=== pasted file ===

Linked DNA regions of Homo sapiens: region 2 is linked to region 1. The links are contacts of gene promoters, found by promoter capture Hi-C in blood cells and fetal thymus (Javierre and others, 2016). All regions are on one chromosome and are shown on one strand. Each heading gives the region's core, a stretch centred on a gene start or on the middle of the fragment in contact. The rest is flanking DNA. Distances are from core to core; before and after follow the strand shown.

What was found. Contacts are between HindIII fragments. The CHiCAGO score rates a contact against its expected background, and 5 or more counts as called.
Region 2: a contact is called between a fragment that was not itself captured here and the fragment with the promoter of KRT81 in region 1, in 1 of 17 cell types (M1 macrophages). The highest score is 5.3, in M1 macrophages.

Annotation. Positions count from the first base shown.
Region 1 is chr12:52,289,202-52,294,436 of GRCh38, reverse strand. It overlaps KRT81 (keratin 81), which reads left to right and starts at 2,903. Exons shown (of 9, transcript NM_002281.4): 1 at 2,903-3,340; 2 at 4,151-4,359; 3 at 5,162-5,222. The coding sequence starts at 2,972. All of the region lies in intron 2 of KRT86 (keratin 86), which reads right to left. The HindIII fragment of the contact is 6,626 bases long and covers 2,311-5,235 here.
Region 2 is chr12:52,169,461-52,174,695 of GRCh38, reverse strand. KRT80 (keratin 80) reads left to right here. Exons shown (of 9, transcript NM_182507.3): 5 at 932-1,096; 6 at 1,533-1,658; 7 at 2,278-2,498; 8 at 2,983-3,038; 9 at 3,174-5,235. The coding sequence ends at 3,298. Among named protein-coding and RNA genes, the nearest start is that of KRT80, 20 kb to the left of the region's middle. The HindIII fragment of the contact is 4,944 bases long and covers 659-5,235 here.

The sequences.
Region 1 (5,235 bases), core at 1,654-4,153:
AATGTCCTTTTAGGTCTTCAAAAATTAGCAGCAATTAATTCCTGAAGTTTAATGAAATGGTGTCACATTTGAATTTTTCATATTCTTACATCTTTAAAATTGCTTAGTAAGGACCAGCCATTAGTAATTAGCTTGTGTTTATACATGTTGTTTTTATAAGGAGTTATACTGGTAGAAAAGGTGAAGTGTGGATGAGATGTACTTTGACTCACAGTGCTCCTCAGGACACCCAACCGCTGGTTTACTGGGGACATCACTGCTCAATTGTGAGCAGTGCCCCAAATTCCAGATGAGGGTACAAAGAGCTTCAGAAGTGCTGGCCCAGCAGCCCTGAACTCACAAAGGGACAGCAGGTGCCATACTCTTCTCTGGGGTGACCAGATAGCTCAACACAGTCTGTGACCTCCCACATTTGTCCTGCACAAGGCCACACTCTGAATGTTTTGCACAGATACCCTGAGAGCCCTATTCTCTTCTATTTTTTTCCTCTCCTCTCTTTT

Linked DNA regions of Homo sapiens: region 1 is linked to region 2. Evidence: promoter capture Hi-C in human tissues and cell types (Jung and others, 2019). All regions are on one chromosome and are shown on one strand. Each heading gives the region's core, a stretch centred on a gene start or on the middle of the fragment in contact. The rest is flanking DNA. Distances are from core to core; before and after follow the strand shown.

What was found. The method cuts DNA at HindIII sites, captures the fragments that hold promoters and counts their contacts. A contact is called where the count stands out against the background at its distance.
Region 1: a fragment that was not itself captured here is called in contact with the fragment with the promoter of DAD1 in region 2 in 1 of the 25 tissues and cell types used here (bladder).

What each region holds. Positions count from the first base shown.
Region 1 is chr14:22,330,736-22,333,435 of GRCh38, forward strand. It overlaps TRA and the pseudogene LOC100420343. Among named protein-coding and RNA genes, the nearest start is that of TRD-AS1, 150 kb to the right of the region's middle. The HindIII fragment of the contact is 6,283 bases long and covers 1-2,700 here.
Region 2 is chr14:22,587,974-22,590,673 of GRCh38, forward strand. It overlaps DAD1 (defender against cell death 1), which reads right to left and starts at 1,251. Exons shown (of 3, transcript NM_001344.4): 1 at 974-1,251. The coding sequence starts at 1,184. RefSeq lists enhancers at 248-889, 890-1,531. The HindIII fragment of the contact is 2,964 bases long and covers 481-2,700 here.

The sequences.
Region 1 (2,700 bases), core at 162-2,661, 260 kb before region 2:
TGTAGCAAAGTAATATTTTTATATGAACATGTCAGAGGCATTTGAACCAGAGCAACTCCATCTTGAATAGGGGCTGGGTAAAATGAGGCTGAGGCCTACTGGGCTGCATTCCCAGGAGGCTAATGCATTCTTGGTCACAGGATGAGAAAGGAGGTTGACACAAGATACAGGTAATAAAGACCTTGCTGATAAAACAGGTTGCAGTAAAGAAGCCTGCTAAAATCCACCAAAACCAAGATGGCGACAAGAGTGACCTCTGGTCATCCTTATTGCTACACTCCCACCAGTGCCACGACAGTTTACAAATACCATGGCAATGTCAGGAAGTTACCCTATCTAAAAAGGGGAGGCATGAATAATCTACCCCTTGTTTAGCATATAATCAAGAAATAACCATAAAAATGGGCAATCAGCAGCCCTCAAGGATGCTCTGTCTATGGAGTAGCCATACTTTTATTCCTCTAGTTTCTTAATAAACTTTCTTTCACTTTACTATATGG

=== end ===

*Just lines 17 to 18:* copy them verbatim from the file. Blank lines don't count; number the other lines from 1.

Region 1 (2,700 bases), core at 162-2,661, 260 kb before region 2:
TGTAGCAAAGTAATATTTTTATATGAACATGTCAGAGGCATTTGAACCAGAGCAACTCCATCTTGAATAGGGGCTGGGTAAAATGAGGCTGAGGCCTACTGGGCTGCATTCCCAGGAGGCTAATGCATTCTTGGTCACAGGATGAGAAAGGAGGTTGACACAAGATACAGGTAATAAAGACCTTGCTGATAAAACAGGTTGCAGTAAAGAAGCCTGCTAAAATCCACCAAAACCAAGATGGCGACAAGAGTGACCTCTGGTCATCCTTATTGCTACACTCCCACCAGTGCCACGACAGTTTACAAATACCATGGCAATGTCAGGAAGTTACCCTATCTAAAAAGGGGAGGCATGAATAATCTACCCCTTGTTTAGCATATAATCAAGAAATAACCATAAAAATGGGCAATCAGCAGCCCTCAAGGATGCTCTGTCTATGGAGTAGCCATACTTTTATTCCTCTAGTTTCTTAATAAACTTTCTTTCACTTTACTATATGG